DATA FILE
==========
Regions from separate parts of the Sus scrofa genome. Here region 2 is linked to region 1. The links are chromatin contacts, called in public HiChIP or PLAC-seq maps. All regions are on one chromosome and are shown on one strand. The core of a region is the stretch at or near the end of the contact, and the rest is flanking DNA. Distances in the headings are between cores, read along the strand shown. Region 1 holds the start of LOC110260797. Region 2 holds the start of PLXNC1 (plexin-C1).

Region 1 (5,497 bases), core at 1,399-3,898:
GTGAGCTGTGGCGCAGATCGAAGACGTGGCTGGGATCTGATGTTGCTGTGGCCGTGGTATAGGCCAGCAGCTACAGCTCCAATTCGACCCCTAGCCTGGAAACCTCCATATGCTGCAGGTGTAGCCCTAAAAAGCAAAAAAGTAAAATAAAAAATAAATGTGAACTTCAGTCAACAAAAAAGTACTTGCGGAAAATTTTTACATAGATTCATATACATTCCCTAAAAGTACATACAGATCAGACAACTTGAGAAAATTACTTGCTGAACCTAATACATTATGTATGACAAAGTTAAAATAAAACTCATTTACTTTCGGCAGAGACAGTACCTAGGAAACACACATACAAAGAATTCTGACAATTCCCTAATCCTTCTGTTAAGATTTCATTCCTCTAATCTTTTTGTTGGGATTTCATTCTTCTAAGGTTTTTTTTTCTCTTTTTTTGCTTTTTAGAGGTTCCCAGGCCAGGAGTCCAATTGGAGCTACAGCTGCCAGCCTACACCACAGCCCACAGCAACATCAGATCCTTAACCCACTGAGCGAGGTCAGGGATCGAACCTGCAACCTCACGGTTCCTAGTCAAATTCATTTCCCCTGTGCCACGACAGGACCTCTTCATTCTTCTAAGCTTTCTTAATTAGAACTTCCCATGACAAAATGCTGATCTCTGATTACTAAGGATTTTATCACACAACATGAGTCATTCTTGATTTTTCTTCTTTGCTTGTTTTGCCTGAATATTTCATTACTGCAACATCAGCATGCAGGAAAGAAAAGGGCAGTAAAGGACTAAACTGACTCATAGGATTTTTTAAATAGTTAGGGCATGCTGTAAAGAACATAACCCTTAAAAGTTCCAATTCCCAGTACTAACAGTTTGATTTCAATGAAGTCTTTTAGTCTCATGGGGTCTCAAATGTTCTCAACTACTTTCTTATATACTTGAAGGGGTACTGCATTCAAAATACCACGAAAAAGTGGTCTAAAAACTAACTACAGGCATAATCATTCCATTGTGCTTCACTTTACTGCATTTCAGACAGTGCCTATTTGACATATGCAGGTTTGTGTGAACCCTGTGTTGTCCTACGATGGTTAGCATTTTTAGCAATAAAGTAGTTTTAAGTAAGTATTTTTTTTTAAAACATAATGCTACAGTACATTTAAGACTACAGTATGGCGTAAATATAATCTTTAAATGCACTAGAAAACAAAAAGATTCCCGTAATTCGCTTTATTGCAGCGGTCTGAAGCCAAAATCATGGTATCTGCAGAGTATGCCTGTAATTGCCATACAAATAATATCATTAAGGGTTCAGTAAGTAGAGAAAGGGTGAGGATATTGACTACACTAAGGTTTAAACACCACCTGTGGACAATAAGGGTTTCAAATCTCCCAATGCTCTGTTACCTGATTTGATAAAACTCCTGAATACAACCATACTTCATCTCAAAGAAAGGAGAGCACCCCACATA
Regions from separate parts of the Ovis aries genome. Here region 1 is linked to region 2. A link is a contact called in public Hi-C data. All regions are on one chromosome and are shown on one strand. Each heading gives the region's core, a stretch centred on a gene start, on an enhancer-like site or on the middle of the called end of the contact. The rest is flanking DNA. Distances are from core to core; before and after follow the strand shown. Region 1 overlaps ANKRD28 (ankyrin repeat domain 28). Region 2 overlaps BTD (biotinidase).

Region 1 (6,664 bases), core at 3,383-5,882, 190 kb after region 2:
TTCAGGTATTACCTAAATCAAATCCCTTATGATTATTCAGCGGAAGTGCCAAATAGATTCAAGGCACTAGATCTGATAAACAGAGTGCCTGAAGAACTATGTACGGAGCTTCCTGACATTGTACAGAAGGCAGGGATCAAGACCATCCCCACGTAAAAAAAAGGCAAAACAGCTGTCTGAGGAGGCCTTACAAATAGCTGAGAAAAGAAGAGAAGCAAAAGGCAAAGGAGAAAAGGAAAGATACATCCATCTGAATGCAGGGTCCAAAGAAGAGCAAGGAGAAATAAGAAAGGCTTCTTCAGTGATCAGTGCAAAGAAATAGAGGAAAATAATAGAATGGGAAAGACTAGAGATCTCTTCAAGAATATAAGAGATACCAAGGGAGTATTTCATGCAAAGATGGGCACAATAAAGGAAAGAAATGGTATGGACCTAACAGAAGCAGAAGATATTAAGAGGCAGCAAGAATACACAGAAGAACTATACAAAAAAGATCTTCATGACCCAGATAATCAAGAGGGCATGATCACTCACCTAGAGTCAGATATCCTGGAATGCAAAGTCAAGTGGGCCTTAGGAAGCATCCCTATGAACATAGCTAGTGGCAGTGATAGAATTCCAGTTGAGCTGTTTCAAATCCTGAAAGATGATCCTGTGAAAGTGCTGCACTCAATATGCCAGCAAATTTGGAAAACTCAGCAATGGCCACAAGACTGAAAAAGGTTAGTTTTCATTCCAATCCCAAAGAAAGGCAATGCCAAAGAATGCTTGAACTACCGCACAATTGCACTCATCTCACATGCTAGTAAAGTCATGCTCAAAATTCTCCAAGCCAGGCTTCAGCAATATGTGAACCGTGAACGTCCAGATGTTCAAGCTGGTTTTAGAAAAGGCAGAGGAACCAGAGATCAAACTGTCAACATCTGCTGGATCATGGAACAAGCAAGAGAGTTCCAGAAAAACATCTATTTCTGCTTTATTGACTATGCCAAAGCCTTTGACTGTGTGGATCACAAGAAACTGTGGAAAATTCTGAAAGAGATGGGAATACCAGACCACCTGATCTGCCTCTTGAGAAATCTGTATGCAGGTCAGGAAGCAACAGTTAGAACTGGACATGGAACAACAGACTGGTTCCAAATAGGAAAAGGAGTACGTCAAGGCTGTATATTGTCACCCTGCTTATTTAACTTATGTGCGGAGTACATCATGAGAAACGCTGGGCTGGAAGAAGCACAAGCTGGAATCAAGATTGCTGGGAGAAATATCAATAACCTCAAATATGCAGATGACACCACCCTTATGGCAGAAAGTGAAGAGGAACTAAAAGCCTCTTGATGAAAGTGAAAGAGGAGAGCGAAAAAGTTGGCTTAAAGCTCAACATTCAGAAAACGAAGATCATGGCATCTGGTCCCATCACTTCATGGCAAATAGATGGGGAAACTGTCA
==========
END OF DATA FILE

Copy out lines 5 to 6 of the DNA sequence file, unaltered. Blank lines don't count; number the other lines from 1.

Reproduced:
Region 1 (6,664 bases), core at 3,383-5,882, 190 kb after region 2:
TTCAGGTATTACCTAAATCAAATCCCTTATGATTATTCAGCGGAAGTGCCAAATAGATTCAAGGCACTAGATCTGATAAACAGAGTGCCTGAAGAACTATGTACGGAGCTTCCTGACATTGTACAGAAGGCAGGGATCAAGACCATCCCCACGTAAAAAAAAGGCAAAACAGCTGTCTGAGGAGGCCTTACAAATAGCTGAGAAAAGAAGAGAAGCAAAAGGCAAAGGAGAAAAGGAAAGATACATCCATCTGAATGCAGGGTCCAAAGAAGAGCAAGGAGAAATAAGAAAGGCTTCTTCAGTGATCAGTGCAAAGAAATAGAGGAAAATAATAGAATGGGAAAGACTAGAGATCTCTTCAAGAATATAAGAGATACCAAGGGAGTATTTCATGCAAAGATGGGCACAATAAAGGAAAGAAATGGTATGGACCTAACAGAAGCAGAAGATATTAAGAGGCAGCAAGAATACACAGAAGAACTATACAAAAAAGATCTTCATGACCCAGATAATCAAGAGGGCATGATCACTCACCTAGAGTCAGATATCCTGGAATGCAAAGTCAAGTGGGCCTTAGGAAGCATCCCTATGAACATAGCTAGTGGCAGTGATAGAATTCCAGTTGAGCTGTTTCAAATCCTGAAAGATGATCCTGTGAAAGTGCTGCACTCAATATGCCAGCAAATTTGGAAAACTCAGCAATGGCCACAAGACTGAAAAAGGTTAGTTTTCATTCCAATCCCAAAGAAAGGCAATGCCAAAGAATGCTTGAACTACCGCACAATTGCACTCATCTCACATGCTAGTAAAGTCATGCTCAAAATTCTCCAAGCCAGGCTTCAGCAATATGTGAACCGTGAACGTCCAGATGTTCAAGCTGGTTTTAGAAAAGGCAGAGGAACCAGAGATCAAACTGTCAACATCTGCTGGATCATGGAACAAGCAAGAGAGTTCCAGAAAAACATCTATTTCTGCTTTATTGACTATGCCAAAGCCTTTGACTGTGTGGATCACAAGAAACTGTGGAAAATTCTGAAAGAGATGGGAATACCAGACCACCTGATCTGCCTCTTGAGAAATCTGTATGCAGGTCAGGAAGCAACAGTTAGAACTGGACATGGAACAACAGACTGGTTCCAAATAGGAAAAGGAGTACGTCAAGGCTGTATATTGTCACCCTGCTTATTTAACTTATGTGCGGAGTACATCATGAGAAACGCTGGGCTGGAAGAAGCACAAGCTGGAATCAAGATTGCTGGGAGAAATATCAATAACCTCAAATATGCAGATGACACCACCCTTATGGCAGAAAGTGAAGAGGAACTAAAAGCCTCTTGATGAAAGTGAAAGAGGAGAGCGAAAAAGTTGGCTTAAAGCTCAACATTCAGAAAACGAAGATCATGGCATCTGGTCCCATCACTTCATGGCAAATAGATGGGGAAACTGTCA